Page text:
The landmark building on the University of Tennessee-Knoxville campus, Ayres Hall, is named after the twelfth president of the University, Brown Ayres, who made UT a quality university and a true state land-grant institution.
A native Tennessean, Brown Ayres was born in Memphis on May 25, 1856. He received his early education in Memphis and New Orleans and went on to enroll at Washington and Lee University in Virginia. He later transferred to the Stevens Institute of Technology in New Jersey, where he received a B.S. in Engineering degree in 1878. Johns Hopkins granted him a fellowship in physics from 1879 to 1880, and by 1888 he had earned his Ph.D. degree from the Stevens Institute.
While in college, Ayres took a special interest in electricity and became personally acquainted with Thomas Edison and Alexander Graham Bell. He was offered a position with Bell s infant telephone company but decided to continue his teaching pursuits.
In 1880 Ayres accepted the position of professor of physics and electrical engineering at Tulane University. Shortly afterward, on July 5, 1881, he married Miss Katie A. Anderson, a resident of Lexington, Va. Ayres rose rapidly in rank at Tulane, becoming dean of the College of Technology in 1894 and, in 1900, vice chairman of faculty and dean of the Academic College. In 1904, when elected as the twelfth president of the University of Tennessee, he was serving as acting president of Tulane and had recently declined the presidency of the University of Alabama.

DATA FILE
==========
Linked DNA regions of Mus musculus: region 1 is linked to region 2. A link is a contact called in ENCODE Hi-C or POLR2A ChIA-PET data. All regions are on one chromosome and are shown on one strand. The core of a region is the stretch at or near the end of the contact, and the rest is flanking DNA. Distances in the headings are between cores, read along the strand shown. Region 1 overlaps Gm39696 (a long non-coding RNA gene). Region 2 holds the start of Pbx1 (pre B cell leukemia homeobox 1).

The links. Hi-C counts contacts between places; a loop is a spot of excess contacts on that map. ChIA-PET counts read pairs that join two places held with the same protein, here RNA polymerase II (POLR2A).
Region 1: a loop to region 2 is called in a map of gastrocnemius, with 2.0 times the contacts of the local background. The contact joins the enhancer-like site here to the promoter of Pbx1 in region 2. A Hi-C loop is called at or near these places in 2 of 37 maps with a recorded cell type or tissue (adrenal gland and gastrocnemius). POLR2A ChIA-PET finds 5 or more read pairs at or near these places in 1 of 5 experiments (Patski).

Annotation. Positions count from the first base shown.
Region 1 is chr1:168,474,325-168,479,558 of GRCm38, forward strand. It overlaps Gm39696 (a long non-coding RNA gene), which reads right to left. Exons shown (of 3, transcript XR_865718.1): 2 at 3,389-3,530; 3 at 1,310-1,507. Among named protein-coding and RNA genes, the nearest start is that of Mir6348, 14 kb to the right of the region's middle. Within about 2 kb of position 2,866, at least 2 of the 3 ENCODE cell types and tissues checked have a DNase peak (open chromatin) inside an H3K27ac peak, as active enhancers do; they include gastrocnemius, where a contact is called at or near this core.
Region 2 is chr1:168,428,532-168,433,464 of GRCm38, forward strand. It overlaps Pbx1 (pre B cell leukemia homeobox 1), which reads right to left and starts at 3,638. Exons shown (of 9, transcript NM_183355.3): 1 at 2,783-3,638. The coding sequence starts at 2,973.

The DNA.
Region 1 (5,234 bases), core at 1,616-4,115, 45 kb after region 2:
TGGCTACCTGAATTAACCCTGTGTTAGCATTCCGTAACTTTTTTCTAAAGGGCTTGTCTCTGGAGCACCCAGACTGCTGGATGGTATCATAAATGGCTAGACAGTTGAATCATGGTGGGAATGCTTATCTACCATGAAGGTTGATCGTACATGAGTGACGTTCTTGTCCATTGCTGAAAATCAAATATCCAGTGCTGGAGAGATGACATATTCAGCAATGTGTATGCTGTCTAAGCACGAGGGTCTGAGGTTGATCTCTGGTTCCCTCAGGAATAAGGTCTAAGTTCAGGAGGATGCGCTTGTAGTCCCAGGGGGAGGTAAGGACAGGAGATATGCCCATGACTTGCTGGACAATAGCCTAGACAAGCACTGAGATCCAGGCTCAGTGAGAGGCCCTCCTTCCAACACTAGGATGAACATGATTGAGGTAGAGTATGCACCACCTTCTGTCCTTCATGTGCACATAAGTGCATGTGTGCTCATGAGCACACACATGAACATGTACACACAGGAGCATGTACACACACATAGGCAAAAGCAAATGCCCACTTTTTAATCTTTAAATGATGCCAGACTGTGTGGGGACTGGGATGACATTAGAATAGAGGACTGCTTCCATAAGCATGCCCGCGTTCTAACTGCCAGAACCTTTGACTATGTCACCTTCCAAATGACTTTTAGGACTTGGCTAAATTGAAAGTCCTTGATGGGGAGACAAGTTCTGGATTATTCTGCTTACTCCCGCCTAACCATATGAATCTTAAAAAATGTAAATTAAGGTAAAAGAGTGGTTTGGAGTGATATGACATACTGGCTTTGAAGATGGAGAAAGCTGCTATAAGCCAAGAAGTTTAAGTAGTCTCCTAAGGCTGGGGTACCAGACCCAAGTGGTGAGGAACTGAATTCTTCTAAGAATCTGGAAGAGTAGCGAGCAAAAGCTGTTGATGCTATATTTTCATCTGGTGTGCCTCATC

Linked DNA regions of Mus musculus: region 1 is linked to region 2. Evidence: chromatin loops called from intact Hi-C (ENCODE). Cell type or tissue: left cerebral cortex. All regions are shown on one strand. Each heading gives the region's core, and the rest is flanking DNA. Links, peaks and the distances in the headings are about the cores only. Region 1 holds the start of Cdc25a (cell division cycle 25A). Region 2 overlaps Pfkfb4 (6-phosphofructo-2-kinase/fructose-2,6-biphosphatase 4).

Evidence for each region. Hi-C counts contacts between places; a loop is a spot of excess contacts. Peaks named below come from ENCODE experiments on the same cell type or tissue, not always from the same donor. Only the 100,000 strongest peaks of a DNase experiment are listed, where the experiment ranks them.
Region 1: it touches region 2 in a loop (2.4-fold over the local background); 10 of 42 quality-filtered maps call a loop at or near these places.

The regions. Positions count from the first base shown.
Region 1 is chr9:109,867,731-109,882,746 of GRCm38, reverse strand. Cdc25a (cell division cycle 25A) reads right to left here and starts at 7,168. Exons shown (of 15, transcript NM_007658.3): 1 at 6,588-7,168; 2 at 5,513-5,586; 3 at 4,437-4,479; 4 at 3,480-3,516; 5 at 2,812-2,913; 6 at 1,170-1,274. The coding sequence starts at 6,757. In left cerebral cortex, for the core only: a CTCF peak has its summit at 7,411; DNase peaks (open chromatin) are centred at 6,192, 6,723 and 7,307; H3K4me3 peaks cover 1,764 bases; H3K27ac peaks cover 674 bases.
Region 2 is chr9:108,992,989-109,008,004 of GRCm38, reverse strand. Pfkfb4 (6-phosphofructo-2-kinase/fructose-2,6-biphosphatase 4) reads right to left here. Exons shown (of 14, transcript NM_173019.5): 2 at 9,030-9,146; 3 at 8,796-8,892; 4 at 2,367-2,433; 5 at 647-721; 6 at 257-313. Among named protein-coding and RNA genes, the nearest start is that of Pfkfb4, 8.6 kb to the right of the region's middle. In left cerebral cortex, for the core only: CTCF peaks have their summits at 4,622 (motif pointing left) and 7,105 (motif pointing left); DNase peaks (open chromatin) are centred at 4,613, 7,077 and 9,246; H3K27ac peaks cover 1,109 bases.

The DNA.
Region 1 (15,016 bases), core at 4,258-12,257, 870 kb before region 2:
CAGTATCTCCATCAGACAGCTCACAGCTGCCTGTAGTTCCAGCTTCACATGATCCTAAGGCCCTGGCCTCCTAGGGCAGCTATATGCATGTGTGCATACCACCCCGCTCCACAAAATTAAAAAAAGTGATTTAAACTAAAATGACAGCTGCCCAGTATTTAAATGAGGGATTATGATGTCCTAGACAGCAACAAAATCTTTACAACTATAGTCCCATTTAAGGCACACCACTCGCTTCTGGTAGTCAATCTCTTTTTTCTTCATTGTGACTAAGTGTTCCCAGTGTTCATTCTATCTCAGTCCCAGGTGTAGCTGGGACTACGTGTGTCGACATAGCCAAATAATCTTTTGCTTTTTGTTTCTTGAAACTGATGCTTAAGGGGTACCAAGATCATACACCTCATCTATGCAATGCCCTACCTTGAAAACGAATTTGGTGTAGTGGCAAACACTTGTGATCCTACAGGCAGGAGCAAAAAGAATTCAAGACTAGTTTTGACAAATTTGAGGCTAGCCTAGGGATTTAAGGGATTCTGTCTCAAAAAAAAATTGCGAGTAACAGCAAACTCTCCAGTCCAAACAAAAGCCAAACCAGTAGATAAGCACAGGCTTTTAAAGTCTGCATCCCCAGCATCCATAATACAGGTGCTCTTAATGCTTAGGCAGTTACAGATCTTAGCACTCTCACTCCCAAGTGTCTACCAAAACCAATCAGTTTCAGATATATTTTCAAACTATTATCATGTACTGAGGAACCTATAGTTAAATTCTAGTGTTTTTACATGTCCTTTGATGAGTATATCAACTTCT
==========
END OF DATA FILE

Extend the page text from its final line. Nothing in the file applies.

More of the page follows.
The circumstances surrounding Ayres's appointment are somewhat extraordinary, bordering on the bizarre, and remain a mystery still to today's historians. The offer of the presidency to Brown Ayres was the consequence of the decision by Charles Dabney, UT's president since 1887, to accept the headship of the University of Cincinnati, a decision he announced to the UT Board of Trustees in December 1903. For the next several months, the trustees were busy considering candidates for the vacancy. Among those nominated was Howard Ayers, then president of the University of Cincinnati, whom Dabney was to succeed. The Cincinnatian's name was put forth by two prominent public figures, Judge Horace Lurton, a former justice of the Tennessee Supreme Court and then a member of the U.S. Court of Appeals for the Sixth Circuit, and William Howard Taft, the Secretary of War in Theodore Roosevelt's cabinet. In a curious response to Taft's letter of April 2, 1904, nominating "Dr. Ayers of Cincinnati," Edward T. Sanford, chairman of the UT trustees committee seeking to fill the presidential vacancy, acknowledged receipt of the nomination of Dr. Ayres. Whether this represented a typographical error or whether Sanford confused the two candidates with similar names will never be known. There are no extant trustee records on the subject. That Howard Ayers should not have been given consideration by the trustees after such strong recommendations from Lurton and Taft seems incredible. In any case, on July 20, 1904, a member of the Board of Trustees proposed Brown Ayres for the presidency, and a few weeks later, he was elected unanimously.